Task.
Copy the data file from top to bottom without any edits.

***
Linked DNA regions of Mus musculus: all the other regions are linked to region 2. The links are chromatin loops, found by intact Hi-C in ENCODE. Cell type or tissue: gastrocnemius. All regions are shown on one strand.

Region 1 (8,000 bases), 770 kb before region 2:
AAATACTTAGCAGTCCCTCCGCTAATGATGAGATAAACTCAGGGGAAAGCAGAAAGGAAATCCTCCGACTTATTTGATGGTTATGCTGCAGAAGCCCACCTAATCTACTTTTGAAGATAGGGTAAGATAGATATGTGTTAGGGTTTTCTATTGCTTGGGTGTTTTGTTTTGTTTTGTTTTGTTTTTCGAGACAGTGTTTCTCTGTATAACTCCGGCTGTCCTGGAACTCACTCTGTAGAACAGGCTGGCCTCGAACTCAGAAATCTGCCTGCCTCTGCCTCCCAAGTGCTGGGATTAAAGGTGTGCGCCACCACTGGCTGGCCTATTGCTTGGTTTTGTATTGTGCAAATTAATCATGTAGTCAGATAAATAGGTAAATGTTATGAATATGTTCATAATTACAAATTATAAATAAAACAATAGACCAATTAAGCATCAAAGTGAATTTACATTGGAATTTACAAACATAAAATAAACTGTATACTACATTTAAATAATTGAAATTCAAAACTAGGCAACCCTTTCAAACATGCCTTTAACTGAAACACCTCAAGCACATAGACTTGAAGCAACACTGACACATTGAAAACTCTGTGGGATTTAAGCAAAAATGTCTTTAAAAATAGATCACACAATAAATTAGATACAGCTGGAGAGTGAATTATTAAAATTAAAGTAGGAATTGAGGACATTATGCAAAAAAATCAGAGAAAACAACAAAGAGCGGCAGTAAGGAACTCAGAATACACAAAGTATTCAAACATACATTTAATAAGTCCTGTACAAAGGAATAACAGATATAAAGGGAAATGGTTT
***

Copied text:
Linked DNA regions of Mus musculus: all the other regions are linked to region 2. The links are chromatin loops, found by intact Hi-C in ENCODE. Cell type or tissue: gastrocnemius. All regions are shown on one strand.

Region 1 (8,000 bases), 770 kb before region 2:
AAATACTTAGCAGTCCCTCCGCTAATGATGAGATAAACTCAGGGGAAAGCAGAAAGGAAATCCTCCGACTTATTTGATGGTTATGCTGCAGAAGCCCACCTAATCTACTTTTGAAGATAGGGTAAGATAGATATGTGTTAGGGTTTTCTATTGCTTGGGTGTTTTGTTTTGTTTTGTTTTGTTTTTCGAGACAGTGTTTCTCTGTATAACTCCGGCTGTCCTGGAACTCACTCTGTAGAACAGGCTGGCCTCGAACTCAGAAATCTGCCTGCCTCTGCCTCCCAAGTGCTGGGATTAAAGGTGTGCGCCACCACTGGCTGGCCTATTGCTTGGTTTTGTATTGTGCAAATTAATCATGTAGTCAGATAAATAGGTAAATGTTATGAATATGTTCATAATTACAAATTATAAATAAAACAATAGACCAATTAAGCATCAAAGTGAATTTACATTGGAATTTACAAACATAAAATAAACTGTATACTACATTTAAATAATTGAAATTCAAAACTAGGCAACCCTTTCAAACATGCCTTTAACTGAAACACCTCAAGCACATAGACTTGAAGCAACACTGACACATTGAAAACTCTGTGGGATTTAAGCAAAAATGTCTTTAAAAATAGATCACACAATAAATTAGATACAGCTGGAGAGTGAATTATTAAAATTAAAGTAGGAATTGAGGACATTATGCAAAAAAATCAGAGAAAACAACAAAGAGCGGCAGTAAGGAACTCAGAATACACAAAGTATTCAAACATACATTTAATAAGTCCTGTACAAAGGAATAACAGATATAAAGGGAAATGGTTT